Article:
Nonfiction from Chila Woychik

Photo by Glenn Carstens-Peters


for Christine

Dear Sister,

Makes sense Iowa feels home to me. Crop plats so large you drive a mile, and the spread keeps going. They say South Dakota’s are even bigger, some five or seven miles square. But Indiana where you were raised? I’m not sure; I’ve never been there.

My paternal grandpa’s piddly seven acres behind the old Illinois homestead, with a kitchen pump handle and no other plumbing, grew corn. The John Deere tractor’s flywheel took all that three-hundred-pound man could give it before the characteristic pop pop popping began. But he didn’t work those rows for nothing; his payout was mealtime when he ate and ate and ate. Half a dozen eggs, half a pound of bacon for breakfast. Sausage gravy and biscuits some days. Roast and potatoes, supper. Fried chicken. Corn on the cob. And homemade pies tasty as anything you ever had. The crank on the ice cream maker hardened along with the ice cream when the rock-salted ice started melting in earnest. We lived a block away.

This was our growing-up, the one you missed, the land and seasons, the old-timey meals and the Hicksville blood running agrestic, green, and good. This was Dad’s family. Mine. You had another family raise you—to call your own—but we have always been sisters, even after you died too young.

But our strange breed also had a German mother, yours and mine, as European as they get, strange indeed when you realize we settled smack in the middle of a provincial Midwest. Mother, lover of all things wurst: knockwurst, liverwurst, bierwurst. Maker of spaetzle and dumplings, red cabbage and rouladen. A small cold beer with each dinner meal.

The palate learned diversity that way, tongue split along the lines of Bavarian and backwoods. I took a twenty years’ hiatus from that lineage to experience urbanity, discovered fine restaurants hold charm, hefty prices, and unique savor-jumpers, but even so, those memories of youth hover hard, and I’ve never junked the urge for home-cooked meals.

In my own kitchen, I fumble, knowledge, a lost vision in the presence of such worthy childhood ghosts. The acumen, I have, but lacking is desire, except the desire to be a child again alongside Mutti’s counter, watching her make Bavarian Zwetschgenkuchen, fresh plum cake, attuning my ears to her lovely throaty phrases, hearing an old German polka record spinning on the turntable. Or in Illinois Grandma’s cold winter / hot summer home where I felt secure, ran free and feral, where her third-grade education and stories of working in the humid Arkansas cottonfields at age eleven gave rise to imagination and family strength and a can-do spirit of endurance still bound tightly to our pith in the face of each new adversity.

Corn is browning up here in Iowa now, Sister, cobs hang near-ready on every stalk. This is cattle feed, corn sweeteners, and ethanol. Soybeans too will feed the livestock. We won’t rabbit trail the herbicide and pesticide fiasco, that long and winding road to a sterile future.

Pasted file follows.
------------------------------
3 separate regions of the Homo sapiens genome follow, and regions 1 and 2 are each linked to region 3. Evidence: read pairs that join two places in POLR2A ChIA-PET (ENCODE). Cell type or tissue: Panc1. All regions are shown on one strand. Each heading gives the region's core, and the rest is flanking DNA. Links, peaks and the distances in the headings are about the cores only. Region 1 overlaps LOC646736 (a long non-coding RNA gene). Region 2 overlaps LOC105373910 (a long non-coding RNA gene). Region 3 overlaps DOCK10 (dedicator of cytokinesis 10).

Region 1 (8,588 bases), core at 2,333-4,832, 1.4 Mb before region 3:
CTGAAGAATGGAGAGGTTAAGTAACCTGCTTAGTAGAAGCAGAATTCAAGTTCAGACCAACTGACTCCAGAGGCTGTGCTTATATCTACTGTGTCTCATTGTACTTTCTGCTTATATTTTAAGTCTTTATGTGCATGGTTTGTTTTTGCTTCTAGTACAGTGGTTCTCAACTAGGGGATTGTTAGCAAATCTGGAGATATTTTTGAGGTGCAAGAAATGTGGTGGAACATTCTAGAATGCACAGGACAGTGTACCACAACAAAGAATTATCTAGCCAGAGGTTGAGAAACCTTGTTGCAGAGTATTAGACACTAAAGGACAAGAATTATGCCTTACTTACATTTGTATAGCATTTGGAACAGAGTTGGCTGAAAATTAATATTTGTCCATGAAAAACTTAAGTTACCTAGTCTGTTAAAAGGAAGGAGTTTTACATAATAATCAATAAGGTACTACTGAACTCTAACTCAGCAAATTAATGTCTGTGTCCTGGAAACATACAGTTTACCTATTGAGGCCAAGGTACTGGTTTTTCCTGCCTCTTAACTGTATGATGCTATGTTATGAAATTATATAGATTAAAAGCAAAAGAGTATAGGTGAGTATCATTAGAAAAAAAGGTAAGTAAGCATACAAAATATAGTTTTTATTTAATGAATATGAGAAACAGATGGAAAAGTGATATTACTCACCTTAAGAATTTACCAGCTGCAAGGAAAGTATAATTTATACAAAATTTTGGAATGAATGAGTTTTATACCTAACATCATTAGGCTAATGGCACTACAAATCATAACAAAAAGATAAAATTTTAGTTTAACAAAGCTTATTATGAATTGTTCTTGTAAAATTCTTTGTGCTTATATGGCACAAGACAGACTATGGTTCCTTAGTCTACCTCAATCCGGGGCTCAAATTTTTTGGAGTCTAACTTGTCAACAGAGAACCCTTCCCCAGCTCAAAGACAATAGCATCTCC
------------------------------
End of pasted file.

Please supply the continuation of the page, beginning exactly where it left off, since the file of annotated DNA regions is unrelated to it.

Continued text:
Gardens are big and neighbors share with each other, and somewhere beside these lanes a pumpkin pie has just been taken out of the oven.

I can’t tell you how long these fields or how high the sky above them. I can’t tell you how often we visit a grocery store (often). But just as often, I can’t tell you how many glass jars of pickles, tomatoes, beets, and jellies have been put up along these rural routes. Or how many freezers labor under now-frozen berries picked from our own bushes and plants, how many animals have been taken to a meat market every small country town seems to provide. I can only talk about an independence bred and bred so deeply it sprouts without water and thrives without sun. This hopeless autonomy, we’ve learned to live with, just as we once learned to wrangle metropolitan traffic, and just like those who move here seldom move away, turn green with the pastures in spring, and ochre, come fall.

I’ll tell you more one day, and one day we’ll meet in a place far away from these clarion skies and countless hills. Like the land and stars become us, too the living, the meals, the memories. We’re all wrapped up in this lyric, blanketed in this kismet called rural. But that doesn’t mean I don’t think of you.


German-born Chila Woychik has bylines in Cimarron, Portland Review (online), Silk Road, Stonecoast, and others. She won the 2017 Loren Eiseley Creative Nonfiction Award & the 2016 Linda Julian Creative Nonfiction Award. She is the founding editor at Eastern Iowa Review and has finished an essay collection she hopes to get published one day soon.


  1. Virginia Canfield says:

    Beautiful Chila! You had me laughing and crying at the same time❤️

  2. clayfoot2 says:

    Lovely! And some of it so very familiar to anyone with rural Midwest background. Well done, Chila!

  3. baerlein2 says:

    Love it. Definitely can relate to the 4th paragraph.

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